Swing Set

Swing Set
By Porter

You may not know the name Swing Set, but this group of young Jazz musicians are already showing audiences why the name is worth remembering. Just now in their late teens, they are already showing the character and poise of artists who have performed for years. In November Swing Set had a chance to perform on Legends stage and we got a chance to ask them a few questions and hang out.

 

Jonah Lazarus

Jonah Lazarus

Jonah Lazarus

BL: When did you get into music?My older brother played music and I was always inspired by him. I started taking piano lessons as soon as my parents said I was old enough (5). Both my parents are pretty musical. My dad bought me and my brothers acoustic guitars when we were very young.
BL:What got you into (respective instrument)?
[pullquote] My parents say I was banging on pots and pans since I was a baby. [/pullquote] When my brother’s rock band would rehearse at our house, the drummer would come bring his drum set and that’s when I really saw the drums as something that I could pursue. Something about them was so powerful and fun.
BL: You played at Buddy Guys Legends a few months back, what was it like?
Buddy Guy’s Legends was amazing!! It felt professional but at the same time, not too intimidating. It was loads of fun. It’s times like those where I can see myself playing music for the rest of my life.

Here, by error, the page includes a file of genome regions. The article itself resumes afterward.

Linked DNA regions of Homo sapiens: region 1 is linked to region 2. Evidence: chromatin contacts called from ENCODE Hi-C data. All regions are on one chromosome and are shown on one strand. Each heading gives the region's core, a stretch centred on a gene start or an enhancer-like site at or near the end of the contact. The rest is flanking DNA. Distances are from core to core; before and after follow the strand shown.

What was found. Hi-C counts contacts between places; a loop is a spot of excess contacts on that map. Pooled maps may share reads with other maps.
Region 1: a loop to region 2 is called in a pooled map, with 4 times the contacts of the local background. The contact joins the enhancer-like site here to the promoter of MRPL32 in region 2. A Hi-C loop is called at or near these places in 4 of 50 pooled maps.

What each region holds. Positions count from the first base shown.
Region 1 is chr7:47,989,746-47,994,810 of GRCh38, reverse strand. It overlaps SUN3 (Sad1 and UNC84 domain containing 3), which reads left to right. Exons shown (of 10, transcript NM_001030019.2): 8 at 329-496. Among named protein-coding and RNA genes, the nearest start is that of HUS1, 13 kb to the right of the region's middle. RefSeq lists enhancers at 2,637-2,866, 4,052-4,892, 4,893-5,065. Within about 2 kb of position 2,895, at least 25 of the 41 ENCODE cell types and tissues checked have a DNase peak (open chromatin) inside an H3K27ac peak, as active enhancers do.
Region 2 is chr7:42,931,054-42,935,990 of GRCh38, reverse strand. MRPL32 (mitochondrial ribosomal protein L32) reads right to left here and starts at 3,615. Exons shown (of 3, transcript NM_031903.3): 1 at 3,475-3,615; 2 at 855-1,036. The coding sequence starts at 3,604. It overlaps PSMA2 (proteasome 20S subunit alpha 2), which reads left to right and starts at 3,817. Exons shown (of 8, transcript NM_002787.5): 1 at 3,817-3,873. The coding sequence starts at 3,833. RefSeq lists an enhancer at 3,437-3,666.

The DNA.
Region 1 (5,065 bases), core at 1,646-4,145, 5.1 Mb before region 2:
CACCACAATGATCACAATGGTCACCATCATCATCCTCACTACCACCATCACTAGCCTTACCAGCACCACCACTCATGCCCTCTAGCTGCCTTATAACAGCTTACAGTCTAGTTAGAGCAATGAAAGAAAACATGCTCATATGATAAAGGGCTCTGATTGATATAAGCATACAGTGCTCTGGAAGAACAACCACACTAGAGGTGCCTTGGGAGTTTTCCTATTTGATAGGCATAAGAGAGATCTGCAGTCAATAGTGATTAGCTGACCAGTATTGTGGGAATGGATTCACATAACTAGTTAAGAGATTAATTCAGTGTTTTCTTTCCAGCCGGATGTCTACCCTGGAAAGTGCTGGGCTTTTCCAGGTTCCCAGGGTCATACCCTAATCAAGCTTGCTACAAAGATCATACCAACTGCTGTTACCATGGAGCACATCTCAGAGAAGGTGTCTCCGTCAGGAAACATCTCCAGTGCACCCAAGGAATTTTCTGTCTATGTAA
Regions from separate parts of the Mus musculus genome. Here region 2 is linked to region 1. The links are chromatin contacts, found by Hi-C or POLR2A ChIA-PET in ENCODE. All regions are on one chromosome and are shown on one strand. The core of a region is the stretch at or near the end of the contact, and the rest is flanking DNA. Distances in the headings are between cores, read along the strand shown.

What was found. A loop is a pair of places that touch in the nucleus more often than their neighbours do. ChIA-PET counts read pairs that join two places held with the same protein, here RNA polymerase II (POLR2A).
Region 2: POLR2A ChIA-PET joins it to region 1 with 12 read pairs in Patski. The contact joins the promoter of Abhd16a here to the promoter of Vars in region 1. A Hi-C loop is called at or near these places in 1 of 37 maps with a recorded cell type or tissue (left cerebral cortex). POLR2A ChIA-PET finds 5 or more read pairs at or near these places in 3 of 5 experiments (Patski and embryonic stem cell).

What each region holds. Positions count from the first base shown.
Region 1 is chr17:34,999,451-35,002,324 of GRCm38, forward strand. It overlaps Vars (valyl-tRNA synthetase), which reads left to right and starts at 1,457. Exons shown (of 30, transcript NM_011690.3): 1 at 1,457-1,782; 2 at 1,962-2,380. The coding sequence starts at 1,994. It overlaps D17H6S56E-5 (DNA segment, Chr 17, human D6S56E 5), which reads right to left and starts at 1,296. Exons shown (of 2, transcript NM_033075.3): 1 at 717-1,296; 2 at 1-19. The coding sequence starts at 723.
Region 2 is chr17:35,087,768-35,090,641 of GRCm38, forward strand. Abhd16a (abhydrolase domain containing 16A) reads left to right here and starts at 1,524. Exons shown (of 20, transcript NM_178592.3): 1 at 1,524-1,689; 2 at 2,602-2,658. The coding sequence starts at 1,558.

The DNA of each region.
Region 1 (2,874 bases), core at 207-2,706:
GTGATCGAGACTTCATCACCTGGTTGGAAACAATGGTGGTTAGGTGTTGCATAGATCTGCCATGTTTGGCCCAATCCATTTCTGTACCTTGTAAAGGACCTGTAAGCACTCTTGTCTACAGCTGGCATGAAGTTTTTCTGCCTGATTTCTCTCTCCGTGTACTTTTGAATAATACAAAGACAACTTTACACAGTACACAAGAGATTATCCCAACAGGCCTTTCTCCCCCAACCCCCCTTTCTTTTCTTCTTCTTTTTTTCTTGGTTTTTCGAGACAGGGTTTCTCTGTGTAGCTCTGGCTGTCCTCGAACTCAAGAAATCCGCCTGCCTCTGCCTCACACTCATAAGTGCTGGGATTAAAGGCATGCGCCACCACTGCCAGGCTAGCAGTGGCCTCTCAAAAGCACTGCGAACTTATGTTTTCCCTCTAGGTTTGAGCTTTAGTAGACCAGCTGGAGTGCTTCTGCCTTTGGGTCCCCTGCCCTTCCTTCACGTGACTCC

Eigen Aoki

Eigen Aoki

Eigen Aoki

BL: When did you get into music?
EA:I got into music at a very young age. I was introduced to Japanese Taiko drums around the age of three, and bass when I was in the third grade. However, even as a young boy, I played Japanese Taiko Drums at a variety of venues.
BL:What got you into (respective instrument)?
EA: My father ultimately got me into playing bass. He is a professional bass player himself, and I aspired to become like him and took up the bass.
BL: What artist do you most identify with?
EA: I admire my father as an artist. He came to America to pursue his musical dreams. The thing I most admire is that his style is completely unique. There is not another bass player that plays the same way. [pullquote] Being unique, and being yourself through the music is of upmost importance to my father, and consequently to me. [/pullquote]
BL: Do you have any plans for the future?
EA: In the future, I hope that we can continue to play around our local community and hopefully branch out into the city. I just plan to enjoy playing with my wonderful band members for the last year that I will be in the Chicago area.
BL: You played at Buddy Guys Legends a few months back, what was it like?
EA: Playing at Buddy Guy’s was an incredible experience. I have played at many venues in Chicago for Japanese Taiko Drumming, but none for Jazz and it was a whole new experience. It was relaxed yet the audience was engaged and it felt great. I hope to continue playing at great venues.

Jonah Lazarus

Jonah Philion

Jonah Philion

BL: When did you get into music?
JP: I started playing the violin at 4 years old. My brother was in the elementary school orchestra at that time on violin and I thought it looked fun.
BL:What got you into (respective instrument)?